In the early 1880s the Panhandle and South Plains regions of West Texas were beginning to be crowded with ranchers. Before long the ranges were overstocked, and the depletion of grasses threatened the cowmen's livelihood. During the northers and blizzards of harsh Panhandle winters, cattle tended by instinct to drift southward, sometimes for over 100 miles, to seek shelter in various canyons and river valleys. Range outfits often had a hard time separating their cattle. Barbed wire fencing seemed to be an answer. Accordingly, drift fences, fences intended to keep cattle from drifting, were built. In 1882 the Panhandle Stock Association ranchers erected a drift fence that ran from the New Mexico line east through Hartley and Moore counties to the Canadian River breaks in Hutchinson County. Over the next few years more sections were added, so that by 1885 barbed wire drift fences stretched across the entire northern Panhandle, from thirty-five miles deep in New Mexico to the Indian Territory. These formed an effective barrier for northern cattle attempting to drift onto the southern ranges.
Beginning in late December of 1885, a series of blizzards struck the southern plains. Cattle retreating to the south were stalled by the drift fences and unable to go any farther. They huddled against each other along the fence line in large bunches, some of them 400 yards across. Unable to stay warm or escape the crush, these cattle either smothered or froze to death in their tracks within a short while. Others bogged down in icy creek beds and draws. Many, caught in open areas without sufficient food, water, or shelter, either died of thirst or afterward fell victim to wolves or coyotes. When the storms dissipated in January 1886, thousands of dead cattle were found piled up against the Panhandle drift fences, and hundreds more along lesser, but similar, man-made barriers on other rangelands. The Cator brothers' Diamond C herd was almost wiped out, and others like Henry Cresswell's Bar CC and the Seven K suffered staggering losses.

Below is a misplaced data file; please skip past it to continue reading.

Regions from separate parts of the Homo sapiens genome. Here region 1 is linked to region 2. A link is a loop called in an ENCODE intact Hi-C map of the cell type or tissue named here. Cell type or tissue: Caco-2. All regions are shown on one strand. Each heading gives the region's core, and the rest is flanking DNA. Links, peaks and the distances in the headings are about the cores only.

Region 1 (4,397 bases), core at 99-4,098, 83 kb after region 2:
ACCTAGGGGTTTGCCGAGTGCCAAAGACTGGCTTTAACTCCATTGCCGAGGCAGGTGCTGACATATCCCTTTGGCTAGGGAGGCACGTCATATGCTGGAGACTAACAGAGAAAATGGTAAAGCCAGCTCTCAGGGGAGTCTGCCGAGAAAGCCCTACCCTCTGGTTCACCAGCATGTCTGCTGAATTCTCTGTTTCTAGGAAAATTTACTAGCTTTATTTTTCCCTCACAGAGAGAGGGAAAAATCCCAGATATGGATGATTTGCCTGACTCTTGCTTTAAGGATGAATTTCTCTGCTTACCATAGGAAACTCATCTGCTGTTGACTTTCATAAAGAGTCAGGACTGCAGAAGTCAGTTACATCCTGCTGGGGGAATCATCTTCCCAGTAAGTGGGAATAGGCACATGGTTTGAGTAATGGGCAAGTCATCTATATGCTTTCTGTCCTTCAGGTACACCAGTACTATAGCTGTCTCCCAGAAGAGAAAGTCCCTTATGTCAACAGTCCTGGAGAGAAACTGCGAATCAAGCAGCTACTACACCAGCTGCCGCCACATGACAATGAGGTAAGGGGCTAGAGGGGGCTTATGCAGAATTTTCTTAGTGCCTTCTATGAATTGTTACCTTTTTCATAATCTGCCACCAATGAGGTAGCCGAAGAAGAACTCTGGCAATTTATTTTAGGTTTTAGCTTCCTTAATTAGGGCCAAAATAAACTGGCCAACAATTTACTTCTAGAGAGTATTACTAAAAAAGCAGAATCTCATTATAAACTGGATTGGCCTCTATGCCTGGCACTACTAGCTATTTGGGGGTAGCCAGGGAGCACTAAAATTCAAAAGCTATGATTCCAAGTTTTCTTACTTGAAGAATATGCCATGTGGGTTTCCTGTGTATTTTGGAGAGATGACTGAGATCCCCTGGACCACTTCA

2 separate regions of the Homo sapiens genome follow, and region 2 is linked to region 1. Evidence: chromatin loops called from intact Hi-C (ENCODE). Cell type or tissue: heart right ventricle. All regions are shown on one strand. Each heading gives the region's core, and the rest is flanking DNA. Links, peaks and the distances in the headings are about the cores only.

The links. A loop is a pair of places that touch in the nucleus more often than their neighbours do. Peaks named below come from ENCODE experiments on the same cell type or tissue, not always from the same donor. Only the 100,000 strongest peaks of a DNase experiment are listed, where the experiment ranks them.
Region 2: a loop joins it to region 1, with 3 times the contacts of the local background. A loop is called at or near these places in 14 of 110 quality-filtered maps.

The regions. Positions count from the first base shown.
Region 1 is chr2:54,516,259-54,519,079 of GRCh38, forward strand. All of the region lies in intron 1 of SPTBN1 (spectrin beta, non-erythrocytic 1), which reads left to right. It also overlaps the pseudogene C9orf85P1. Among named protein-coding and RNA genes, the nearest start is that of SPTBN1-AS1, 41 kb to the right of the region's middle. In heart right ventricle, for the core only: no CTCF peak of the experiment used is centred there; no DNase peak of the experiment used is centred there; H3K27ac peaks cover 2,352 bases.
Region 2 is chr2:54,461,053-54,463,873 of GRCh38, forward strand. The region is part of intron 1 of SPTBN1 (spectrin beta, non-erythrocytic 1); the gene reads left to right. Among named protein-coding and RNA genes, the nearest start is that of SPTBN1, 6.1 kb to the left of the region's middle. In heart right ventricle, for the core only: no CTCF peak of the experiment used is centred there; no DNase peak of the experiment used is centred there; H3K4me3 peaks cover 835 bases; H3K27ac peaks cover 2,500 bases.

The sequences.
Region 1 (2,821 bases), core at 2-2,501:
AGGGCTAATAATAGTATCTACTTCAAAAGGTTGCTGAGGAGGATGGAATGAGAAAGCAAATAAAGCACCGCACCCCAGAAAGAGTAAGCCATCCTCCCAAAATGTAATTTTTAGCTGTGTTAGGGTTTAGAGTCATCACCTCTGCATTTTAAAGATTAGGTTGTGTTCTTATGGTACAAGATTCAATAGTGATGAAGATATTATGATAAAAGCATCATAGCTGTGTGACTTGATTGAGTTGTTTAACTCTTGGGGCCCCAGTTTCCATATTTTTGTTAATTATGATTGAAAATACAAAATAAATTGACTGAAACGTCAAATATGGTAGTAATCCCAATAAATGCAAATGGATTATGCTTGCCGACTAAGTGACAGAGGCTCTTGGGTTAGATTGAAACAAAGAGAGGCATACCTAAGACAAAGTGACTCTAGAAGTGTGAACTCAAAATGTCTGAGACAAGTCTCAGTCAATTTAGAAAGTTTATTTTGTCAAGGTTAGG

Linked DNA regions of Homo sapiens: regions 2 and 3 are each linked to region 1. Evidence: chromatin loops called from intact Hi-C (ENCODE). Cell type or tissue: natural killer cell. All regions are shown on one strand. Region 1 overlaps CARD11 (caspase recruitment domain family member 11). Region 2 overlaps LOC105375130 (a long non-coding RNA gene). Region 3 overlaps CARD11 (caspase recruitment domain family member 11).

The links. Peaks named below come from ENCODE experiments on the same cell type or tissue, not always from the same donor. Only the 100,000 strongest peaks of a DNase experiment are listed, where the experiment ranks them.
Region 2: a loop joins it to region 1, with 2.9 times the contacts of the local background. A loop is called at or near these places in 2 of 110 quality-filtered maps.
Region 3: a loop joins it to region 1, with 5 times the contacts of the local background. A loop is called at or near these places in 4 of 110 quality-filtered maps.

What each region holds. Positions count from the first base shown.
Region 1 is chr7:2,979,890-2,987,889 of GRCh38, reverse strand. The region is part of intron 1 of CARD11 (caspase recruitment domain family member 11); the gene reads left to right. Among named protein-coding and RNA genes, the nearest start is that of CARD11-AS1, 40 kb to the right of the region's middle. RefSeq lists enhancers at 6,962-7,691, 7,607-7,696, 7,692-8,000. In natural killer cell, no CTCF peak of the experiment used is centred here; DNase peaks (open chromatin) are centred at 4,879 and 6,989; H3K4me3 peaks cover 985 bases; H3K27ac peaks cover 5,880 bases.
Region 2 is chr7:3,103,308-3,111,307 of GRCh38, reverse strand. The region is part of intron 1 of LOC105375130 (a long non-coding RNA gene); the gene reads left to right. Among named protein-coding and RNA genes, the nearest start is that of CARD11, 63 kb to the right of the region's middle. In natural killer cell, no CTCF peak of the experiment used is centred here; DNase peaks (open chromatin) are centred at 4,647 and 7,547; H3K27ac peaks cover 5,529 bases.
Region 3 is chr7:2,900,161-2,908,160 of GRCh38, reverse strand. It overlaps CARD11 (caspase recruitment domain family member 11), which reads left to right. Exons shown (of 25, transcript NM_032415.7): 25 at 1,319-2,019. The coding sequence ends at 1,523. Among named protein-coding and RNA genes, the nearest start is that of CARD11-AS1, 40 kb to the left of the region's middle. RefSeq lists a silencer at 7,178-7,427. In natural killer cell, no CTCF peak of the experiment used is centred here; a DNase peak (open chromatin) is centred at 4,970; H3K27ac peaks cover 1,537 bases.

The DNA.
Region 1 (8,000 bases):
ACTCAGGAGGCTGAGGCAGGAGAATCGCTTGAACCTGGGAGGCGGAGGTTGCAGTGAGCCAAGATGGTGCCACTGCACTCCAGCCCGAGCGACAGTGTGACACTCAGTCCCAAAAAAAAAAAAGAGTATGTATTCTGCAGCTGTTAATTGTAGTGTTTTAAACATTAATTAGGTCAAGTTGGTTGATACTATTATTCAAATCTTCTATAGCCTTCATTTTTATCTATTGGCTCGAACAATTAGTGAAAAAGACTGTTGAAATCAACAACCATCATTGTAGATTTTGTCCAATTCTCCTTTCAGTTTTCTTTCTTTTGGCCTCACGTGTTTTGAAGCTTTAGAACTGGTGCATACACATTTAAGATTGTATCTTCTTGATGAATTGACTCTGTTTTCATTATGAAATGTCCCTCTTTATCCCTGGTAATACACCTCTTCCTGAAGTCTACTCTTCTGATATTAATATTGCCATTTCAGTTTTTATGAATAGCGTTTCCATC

The following winter, 1886–87, brought more such blizzards to the Panhandle, and again the corpses of cattle trapped by the fences were appallingly numerous. Ranchers in Wheeler County estimated many herd losses to be as high as 75 percent along the cooperatively built barrier that followed the course of Sweetwater Creek near Mobeetie. An LX Ranch employee reportedly skinned 250 carcasses a mile for thirty-five miles along one section of drift fence. The "Big Die-up" was followed by prolonged summer droughts, and many cowmen went broke. Though some, like James Cator and Hank Cresswell, eventually recovered, others sold out at a loss, and several ranches changed hands.